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The dual-screened wonder known as the YotaPhone 2 will not launch in North America

yotaphone  north america canceled yota
Jessica Lee Star/Digital Trends

Even though Yota Devices managed to raise over $300,000 in its Indiegogo campaign, the company announced it will not release its dual-screened wonder, the YotaPhone 2, in North America, according to an email sent to the campaign’s backers.

In the email, Yota Devices managing director of the Americas and head of global alliances Matthew Kelly revealed that production and delivery delays with the YotaPhone 2’s manufacturer were the reasons behind the handset’s canceled launch. Due to the delay, the manufacturer would have finished production of the YotaPhone 2 sometime in 2016, when Yota Devices will already look to release the phone’s successor. As such, the company decided to cancel the North American launch of the phone altogether.

“I am very hopeful for the future, as much of the decision making for canceling YotaPhone 2 in North America was around the fact that our manufacturers ‘new’ delivery schedule would have put us too close to our plans for YotaPhone 3 in 2016,” Kelly told Digital Trends.

Related: Check out our review of the YotaPhone 2

Because of the cancellation, Indiegogo backers are given the choice of either receiving the international version of the YotaPhone 2 or a refund. If backers opt for the international variant of the phone, they will be limited to HSPA+ for GSM carriers, including AT&T and T-Mobile. For those not interested in the international YotaPhone 2, Yota Devices will send backers a direct reimbursement instead of refunding their credit cards. Kelly, one of three people who managed the phone’s Indiegogo campaign, will individually reach out to backers in the next week to confirm what choice they will make.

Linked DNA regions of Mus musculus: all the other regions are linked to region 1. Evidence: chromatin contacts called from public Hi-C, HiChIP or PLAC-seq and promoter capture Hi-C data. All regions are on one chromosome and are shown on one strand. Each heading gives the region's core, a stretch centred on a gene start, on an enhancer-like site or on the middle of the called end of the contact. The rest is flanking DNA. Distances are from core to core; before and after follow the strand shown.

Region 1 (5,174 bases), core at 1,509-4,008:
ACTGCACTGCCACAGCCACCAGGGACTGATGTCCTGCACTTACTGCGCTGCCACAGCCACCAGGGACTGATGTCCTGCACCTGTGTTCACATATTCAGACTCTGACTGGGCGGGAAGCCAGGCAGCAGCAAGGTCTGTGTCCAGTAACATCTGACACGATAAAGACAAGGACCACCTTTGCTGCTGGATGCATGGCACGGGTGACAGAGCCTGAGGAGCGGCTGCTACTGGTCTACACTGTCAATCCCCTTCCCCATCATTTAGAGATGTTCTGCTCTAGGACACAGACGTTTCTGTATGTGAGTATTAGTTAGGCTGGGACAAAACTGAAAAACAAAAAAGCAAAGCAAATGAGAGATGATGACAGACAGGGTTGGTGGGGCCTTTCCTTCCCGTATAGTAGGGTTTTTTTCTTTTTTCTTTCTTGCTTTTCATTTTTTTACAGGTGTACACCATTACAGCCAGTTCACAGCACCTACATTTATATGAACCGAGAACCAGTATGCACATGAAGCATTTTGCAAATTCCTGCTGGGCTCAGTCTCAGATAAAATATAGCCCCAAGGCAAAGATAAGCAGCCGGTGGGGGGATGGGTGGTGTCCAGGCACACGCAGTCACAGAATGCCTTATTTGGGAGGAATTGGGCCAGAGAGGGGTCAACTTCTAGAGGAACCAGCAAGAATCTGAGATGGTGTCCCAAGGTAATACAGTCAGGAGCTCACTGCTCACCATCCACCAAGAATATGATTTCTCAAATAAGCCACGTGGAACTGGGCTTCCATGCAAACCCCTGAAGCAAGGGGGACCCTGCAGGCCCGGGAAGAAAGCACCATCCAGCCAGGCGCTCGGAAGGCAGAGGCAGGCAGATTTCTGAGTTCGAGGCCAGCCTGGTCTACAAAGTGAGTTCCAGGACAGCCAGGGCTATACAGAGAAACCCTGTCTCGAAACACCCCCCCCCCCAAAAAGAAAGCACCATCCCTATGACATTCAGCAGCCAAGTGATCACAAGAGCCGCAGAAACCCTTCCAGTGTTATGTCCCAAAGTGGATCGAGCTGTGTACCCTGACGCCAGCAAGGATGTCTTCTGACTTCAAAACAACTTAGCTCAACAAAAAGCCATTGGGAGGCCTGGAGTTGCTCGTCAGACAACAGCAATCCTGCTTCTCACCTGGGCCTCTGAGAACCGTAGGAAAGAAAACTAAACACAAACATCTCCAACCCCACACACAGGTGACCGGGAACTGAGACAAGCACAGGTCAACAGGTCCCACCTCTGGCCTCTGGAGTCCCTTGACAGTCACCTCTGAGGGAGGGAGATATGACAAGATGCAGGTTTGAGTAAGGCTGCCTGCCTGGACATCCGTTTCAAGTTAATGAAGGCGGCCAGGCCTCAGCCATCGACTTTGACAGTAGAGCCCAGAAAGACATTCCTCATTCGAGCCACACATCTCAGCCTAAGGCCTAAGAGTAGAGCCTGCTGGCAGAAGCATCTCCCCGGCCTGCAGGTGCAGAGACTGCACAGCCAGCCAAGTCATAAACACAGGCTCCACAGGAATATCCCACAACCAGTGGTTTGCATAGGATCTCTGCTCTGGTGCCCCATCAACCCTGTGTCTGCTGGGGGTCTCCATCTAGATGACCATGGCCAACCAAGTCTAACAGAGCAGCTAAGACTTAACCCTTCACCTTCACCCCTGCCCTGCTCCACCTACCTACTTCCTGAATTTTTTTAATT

It’s not all bad news, though, as the North American team remains committed to bringing the next iteration of the YotaPhone to North America in 2016. At that time, Kelly hopes that Yota Devices will partner with a manufacturer that can deliver on the scalability front, which seems to be an Achilles’ heel for many small companies hoping to have their products in as many hands as possible.

When we reviewed the phone in June, we not only liked the concept of an e-ink display on the back, but we liked how Yota Devices executed the concept. Hopefully, the YotaPhone 3 won’t encounter the same issues that its predecessor did when it launches in North America next year.